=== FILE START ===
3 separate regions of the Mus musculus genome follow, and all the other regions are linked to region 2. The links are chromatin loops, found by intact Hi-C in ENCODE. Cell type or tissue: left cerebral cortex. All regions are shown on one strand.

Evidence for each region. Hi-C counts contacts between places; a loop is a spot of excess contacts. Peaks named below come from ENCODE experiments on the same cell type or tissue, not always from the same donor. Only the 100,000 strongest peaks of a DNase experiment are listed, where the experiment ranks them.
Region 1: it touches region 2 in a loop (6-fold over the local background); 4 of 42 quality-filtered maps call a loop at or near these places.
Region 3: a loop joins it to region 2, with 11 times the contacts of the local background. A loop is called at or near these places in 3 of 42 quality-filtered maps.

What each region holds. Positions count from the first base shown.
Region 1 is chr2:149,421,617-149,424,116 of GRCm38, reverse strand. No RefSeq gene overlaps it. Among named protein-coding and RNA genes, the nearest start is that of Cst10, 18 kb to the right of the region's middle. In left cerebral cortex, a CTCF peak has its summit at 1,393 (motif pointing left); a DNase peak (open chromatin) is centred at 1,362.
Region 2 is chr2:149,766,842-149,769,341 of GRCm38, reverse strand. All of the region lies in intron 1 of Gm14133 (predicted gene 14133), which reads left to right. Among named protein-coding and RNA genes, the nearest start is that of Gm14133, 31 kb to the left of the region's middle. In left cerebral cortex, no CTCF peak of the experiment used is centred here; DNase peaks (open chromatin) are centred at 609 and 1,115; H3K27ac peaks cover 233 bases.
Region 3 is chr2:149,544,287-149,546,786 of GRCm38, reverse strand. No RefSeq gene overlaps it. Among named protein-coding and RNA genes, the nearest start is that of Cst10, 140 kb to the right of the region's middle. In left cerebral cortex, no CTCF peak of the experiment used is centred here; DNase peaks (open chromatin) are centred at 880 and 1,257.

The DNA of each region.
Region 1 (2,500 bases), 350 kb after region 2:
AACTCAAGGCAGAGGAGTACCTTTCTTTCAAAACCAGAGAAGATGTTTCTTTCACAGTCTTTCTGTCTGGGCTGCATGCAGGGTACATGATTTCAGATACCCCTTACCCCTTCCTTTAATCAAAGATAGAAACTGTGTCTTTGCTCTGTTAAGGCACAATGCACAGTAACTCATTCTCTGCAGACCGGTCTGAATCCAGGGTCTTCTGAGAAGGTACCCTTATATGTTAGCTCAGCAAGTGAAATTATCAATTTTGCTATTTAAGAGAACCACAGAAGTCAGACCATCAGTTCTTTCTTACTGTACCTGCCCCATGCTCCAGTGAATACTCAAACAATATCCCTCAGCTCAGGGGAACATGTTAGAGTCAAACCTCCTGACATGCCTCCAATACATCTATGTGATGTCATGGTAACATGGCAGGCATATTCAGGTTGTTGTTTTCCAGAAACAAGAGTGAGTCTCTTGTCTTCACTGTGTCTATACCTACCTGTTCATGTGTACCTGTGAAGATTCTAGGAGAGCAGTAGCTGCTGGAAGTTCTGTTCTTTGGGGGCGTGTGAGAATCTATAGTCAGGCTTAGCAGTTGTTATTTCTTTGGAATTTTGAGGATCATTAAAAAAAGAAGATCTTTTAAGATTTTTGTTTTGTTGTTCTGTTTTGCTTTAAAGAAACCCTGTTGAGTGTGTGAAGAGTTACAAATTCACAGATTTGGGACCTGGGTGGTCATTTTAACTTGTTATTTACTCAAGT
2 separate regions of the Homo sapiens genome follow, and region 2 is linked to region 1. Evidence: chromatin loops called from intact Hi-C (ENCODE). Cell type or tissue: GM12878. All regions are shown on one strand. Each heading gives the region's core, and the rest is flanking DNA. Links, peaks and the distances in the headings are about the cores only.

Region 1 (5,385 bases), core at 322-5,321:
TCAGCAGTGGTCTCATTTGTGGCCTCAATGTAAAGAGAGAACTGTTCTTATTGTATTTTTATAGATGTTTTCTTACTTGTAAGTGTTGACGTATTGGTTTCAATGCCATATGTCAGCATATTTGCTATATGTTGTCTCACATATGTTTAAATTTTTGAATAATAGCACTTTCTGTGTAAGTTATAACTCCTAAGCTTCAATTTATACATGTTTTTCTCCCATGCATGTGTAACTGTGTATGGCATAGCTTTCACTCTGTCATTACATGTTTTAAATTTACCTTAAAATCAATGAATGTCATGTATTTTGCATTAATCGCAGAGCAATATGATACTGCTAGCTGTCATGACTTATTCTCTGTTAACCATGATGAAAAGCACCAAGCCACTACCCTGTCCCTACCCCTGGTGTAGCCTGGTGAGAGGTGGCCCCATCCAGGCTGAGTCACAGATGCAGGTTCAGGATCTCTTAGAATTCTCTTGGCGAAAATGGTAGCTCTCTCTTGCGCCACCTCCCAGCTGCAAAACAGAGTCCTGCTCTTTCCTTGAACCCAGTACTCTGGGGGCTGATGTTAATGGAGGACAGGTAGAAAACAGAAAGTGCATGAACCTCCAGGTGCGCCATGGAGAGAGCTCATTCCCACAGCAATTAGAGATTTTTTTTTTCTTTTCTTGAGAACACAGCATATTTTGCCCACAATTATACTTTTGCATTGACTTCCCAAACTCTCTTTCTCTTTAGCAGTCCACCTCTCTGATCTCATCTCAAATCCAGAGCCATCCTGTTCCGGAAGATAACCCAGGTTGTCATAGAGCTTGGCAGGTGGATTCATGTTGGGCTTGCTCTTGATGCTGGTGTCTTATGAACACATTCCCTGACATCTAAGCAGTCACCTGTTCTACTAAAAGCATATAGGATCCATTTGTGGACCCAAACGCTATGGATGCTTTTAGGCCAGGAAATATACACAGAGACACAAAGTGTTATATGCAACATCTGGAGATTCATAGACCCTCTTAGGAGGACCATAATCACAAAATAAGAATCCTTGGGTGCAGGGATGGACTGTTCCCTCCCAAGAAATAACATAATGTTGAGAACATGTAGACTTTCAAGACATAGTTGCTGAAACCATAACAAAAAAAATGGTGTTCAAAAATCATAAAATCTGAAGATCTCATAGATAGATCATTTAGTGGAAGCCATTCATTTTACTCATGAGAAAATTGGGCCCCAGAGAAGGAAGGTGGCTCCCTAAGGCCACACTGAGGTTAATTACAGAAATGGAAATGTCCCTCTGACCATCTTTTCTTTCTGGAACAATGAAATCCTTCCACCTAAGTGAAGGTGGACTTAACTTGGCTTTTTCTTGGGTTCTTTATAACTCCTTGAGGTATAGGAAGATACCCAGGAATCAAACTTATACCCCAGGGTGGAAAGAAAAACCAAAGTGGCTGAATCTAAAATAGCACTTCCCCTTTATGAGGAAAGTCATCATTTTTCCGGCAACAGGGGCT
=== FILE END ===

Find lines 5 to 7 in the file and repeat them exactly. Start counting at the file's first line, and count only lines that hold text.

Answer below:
What each region holds. Positions count from the first base shown.
Region 1 is chr2:149,421,617-149,424,116 of GRCm38, reverse strand. No RefSeq gene overlaps it. Among named protein-coding and RNA genes, the nearest start is that of Cst10, 18 kb to the right of the region's middle. In left cerebral cortex, a CTCF peak has its summit at 1,393 (motif pointing left); a DNase peak (open chromatin) is centred at 1,362.
Region 2 is chr2:149,766,842-149,769,341 of GRCm38, reverse strand. All of the region lies in intron 1 of Gm14133 (predicted gene 14133), which reads left to right. Among named protein-coding and RNA genes, the nearest start is that of Gm14133, 31 kb to the left of the region's middle. In left cerebral cortex, no CTCF peak of the experiment used is centred here; DNase peaks (open chromatin) are centred at 609 and 1,115; H3K27ac peaks cover 233 bases.